Meta to buy VR startup Within after favorable court ruling
A federal judge has sided with Facebook parent Meta and cleared the way for the company to buy virtual reality startup Within Unlimited, the maker of the popular fitness app Supernatural.
Federal antitrust regulators had sought to block the acquisition on the grounds that it would hurt competition in the emerging virtual reality market.
But U.S. District Judge Edward Davila denied the Federal Trade Commission’s request for a preliminary injunction against the deal. The judge’s ruling said the agency did not provide sufficient evidence to prove its case.
Meta said it will now proceed with its acquisition of Within Unlimited.
The FTC had argued that Meta’s acquisition of the small company — reminiscent of Facebook’s early purchases of Instagram and WhatsApp — would hurt competition in the emerging virtual reality market.
Allowing the tech giant to buy Los Angeles-based Within Unlimited, the FTC had argued, would violate antitrust laws and dampen innovation, hurting consumers who may face higher prices and fewer options outside of Meta-controlled platforms.
Meta Platforms Inc. said in a statement late Friday after the ruling was unsealed that it is “pleased” with the decision.
“This deal will bring pro-competitive benefits to the ecosystem and spur innovation that will benefit people, developers, and the VR space more broadly,” the company based in Menlo Park, California, said. “We look forward to closing the transaction soon.”
The FTC had argued that Meta scrapped its own plans to enter the nascent VR fitness market in the summer of 2021 when it decided to buy Within Unlimited. Without the competitive threat of the tech giant’s entry into the market on its own, the agency asserts, innovation stalls, hurting end users.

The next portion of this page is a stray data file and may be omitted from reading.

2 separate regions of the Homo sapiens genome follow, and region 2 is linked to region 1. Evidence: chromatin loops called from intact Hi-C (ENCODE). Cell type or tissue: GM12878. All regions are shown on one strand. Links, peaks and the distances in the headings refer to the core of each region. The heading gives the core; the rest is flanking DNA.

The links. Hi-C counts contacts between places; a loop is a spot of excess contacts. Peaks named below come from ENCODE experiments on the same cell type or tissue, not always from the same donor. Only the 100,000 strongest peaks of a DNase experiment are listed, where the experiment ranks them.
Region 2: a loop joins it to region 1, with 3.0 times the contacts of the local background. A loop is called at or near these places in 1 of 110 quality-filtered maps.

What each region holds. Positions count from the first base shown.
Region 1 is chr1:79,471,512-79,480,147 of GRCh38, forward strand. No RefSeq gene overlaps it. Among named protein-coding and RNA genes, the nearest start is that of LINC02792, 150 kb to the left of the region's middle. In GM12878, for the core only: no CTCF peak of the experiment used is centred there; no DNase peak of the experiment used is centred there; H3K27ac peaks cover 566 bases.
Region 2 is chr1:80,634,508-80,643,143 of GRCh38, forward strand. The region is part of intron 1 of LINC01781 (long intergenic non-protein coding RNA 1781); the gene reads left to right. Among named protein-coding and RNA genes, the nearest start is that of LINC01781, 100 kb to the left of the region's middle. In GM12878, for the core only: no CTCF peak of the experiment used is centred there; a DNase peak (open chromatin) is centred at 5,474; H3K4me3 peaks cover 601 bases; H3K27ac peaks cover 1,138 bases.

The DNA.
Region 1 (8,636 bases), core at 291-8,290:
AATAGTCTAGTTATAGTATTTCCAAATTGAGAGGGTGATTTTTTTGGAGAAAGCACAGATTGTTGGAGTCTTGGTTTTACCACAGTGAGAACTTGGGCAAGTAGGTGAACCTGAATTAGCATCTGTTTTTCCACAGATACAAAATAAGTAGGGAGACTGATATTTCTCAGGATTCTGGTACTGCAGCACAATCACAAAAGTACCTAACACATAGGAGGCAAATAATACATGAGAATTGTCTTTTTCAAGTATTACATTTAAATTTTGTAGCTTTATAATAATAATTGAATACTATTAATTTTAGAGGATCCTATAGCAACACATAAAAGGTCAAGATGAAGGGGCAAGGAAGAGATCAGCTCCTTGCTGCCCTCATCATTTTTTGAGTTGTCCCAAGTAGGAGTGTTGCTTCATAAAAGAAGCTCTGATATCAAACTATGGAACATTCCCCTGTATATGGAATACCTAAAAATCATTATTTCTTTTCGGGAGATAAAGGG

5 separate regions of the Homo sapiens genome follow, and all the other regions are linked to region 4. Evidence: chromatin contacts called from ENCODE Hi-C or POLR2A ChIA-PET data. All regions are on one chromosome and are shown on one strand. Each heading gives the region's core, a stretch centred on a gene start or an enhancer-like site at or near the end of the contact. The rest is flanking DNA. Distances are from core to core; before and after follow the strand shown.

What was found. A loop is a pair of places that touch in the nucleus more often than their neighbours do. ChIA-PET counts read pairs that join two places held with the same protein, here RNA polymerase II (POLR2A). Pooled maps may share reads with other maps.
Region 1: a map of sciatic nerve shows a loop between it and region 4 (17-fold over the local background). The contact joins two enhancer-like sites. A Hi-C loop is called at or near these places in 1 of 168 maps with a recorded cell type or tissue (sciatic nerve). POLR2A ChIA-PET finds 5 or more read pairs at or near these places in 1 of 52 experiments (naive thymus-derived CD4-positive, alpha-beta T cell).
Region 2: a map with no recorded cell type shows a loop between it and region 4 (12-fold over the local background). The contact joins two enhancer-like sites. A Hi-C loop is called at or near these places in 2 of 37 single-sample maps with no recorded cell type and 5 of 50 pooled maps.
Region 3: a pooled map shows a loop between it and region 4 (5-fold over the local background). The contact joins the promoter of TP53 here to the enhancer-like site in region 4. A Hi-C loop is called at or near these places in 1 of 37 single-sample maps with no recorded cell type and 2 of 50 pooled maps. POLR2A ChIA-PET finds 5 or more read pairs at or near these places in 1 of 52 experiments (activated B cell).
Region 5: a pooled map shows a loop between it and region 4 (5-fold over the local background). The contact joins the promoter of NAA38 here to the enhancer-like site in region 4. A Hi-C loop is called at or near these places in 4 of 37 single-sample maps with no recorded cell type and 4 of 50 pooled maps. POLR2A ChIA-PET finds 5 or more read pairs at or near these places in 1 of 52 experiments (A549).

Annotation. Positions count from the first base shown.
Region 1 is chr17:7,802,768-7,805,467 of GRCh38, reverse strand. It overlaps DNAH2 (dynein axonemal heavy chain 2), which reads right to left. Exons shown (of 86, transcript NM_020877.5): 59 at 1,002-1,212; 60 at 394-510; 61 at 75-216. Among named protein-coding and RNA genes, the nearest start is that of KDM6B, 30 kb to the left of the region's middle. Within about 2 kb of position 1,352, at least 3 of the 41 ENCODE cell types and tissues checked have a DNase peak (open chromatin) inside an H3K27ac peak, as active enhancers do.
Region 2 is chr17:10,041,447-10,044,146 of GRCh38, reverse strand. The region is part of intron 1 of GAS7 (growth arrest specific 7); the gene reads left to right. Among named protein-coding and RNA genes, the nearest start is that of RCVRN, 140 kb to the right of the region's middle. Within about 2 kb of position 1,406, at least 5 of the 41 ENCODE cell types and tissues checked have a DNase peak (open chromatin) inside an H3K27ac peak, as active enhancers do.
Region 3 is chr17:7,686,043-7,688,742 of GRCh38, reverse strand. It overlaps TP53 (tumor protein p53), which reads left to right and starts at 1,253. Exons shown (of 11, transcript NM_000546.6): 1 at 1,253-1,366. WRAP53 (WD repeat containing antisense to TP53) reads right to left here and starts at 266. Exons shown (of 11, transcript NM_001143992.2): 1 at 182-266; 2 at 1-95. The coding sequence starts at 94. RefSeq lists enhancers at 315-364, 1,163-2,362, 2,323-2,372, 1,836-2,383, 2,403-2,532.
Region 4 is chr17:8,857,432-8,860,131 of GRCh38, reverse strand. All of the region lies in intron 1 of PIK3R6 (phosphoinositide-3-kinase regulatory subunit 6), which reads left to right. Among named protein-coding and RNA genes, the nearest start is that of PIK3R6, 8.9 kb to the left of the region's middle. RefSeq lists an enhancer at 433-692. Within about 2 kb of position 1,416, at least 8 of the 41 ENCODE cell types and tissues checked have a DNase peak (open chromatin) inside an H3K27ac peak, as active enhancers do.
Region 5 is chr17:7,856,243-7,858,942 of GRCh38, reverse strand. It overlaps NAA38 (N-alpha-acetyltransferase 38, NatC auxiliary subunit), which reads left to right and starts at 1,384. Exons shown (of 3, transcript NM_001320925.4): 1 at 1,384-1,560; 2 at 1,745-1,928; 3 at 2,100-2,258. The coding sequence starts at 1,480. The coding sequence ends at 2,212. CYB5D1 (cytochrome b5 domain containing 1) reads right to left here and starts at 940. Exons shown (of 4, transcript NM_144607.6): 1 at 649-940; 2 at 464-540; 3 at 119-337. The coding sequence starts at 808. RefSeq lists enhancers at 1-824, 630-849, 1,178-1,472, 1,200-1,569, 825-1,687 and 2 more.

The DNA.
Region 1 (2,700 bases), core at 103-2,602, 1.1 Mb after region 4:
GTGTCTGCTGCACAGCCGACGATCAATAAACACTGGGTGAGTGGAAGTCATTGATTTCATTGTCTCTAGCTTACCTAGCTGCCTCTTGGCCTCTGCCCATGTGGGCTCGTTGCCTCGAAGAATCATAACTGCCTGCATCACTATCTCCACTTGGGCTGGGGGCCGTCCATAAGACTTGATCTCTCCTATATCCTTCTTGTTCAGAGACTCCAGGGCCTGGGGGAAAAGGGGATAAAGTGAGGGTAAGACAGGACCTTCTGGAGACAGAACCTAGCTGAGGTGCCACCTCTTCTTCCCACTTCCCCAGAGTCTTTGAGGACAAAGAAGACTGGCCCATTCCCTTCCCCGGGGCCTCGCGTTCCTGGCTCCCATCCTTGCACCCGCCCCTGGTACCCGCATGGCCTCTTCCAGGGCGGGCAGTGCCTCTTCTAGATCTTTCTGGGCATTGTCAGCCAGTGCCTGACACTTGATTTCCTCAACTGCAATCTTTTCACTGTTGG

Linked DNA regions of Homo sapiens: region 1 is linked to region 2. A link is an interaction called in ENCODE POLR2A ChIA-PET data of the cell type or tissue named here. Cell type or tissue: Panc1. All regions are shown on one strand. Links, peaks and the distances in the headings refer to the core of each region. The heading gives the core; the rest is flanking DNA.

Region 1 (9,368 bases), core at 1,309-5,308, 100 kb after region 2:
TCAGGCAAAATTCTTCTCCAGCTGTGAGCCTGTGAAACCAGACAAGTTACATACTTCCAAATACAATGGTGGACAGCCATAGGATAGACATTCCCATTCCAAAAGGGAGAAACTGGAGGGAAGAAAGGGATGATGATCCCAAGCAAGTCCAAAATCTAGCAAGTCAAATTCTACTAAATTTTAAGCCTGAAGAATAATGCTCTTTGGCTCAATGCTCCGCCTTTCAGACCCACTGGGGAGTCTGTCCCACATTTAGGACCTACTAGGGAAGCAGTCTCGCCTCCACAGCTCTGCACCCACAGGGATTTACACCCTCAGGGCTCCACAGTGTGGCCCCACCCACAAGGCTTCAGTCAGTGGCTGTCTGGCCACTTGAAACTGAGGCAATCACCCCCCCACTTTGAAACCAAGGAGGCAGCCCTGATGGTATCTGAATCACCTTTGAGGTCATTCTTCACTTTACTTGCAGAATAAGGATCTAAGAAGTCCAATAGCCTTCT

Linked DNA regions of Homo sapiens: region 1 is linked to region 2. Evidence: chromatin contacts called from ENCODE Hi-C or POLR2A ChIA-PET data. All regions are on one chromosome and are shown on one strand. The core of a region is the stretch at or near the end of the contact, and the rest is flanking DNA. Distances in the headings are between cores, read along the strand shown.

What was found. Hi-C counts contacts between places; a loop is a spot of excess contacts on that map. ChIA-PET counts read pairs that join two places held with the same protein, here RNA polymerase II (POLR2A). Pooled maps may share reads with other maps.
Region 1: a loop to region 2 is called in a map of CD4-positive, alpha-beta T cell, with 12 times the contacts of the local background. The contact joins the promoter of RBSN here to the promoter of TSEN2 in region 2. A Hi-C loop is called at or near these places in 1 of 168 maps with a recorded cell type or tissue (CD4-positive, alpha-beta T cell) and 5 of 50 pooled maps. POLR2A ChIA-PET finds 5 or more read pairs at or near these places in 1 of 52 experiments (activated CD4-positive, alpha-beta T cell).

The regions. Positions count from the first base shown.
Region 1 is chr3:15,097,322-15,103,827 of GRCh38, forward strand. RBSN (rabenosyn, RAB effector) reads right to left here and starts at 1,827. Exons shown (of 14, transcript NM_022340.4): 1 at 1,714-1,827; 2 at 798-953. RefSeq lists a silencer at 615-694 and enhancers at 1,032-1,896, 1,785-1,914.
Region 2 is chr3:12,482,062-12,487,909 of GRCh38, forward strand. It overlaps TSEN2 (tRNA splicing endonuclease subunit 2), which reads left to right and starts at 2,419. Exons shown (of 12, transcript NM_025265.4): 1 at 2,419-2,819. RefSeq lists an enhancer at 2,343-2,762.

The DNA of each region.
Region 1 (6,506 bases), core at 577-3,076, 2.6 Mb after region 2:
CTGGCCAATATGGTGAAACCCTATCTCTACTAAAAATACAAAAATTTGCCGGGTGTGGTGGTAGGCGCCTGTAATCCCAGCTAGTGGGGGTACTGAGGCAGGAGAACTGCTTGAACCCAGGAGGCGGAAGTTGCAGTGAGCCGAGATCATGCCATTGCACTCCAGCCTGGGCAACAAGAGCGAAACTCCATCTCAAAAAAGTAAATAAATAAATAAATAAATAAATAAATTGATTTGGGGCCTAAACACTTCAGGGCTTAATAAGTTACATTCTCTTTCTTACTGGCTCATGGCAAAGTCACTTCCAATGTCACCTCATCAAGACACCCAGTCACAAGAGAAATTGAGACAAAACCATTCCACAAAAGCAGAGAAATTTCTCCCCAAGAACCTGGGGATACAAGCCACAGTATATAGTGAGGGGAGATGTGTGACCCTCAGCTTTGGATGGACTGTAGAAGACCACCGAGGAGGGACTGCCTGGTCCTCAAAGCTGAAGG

“The threat is what keeps firms going,” testified economist Hal Singer, a witness for the FTC. “If I know there is a chance that someone could come in and steal my lunch,” he said, companies will innovate and constrain pricing.
But Meta executives — including CEO Mark Zuckerberg — sought to play down the notion that the company was anywhere close to creating its own VR fitness app. The Meta CEO testified that even though his company was “looking at” developing its own VR fitness app before deciding to acquire Within Unlimited in 2021, the business environment has changed and “there is almost no chance” it would start such a project today.
Under Zuckerberg’s, Meta moved aggressively into virtual reality in 2014 with its acquisition of headset maker Oculus VR. Since then, Meta’s VR headsets have become the cornerstone of its growth in the virtual reality space, the FTC noted in its suit. Fueled by the popularity of its top-selling Quest headsets, Meta’s Quest Store has become a leading U.S. app platform with more than 500 apps available to download, according to the agency.
Meta bought seven of the most successful virtual-reality development studios, and now has one of the largest virtual-reality content catalogs in the world, the FTC noted.
Davila’s ruling, however, says the FTC needed to provide “at least circumstantial evidence” that Meta’s entry into the VR fitness market by itself, not via the acquisition, would have directly and favorably affected consumers by encouraging robust competition.
“Under this standard, the FTC’s evidence on this element is insufficient,” Davila wrote.
Representatives for the FTC did not immediately respond to a message seeking comment on Monday.
Davila also oversaw the trial of disgraced Theranos founder Elizabeth Holmes and her partner Ramesh “Sunny” Balwani. Both were sentenced to over a decade in prison for their roles in the company’s blood-testing hoax.
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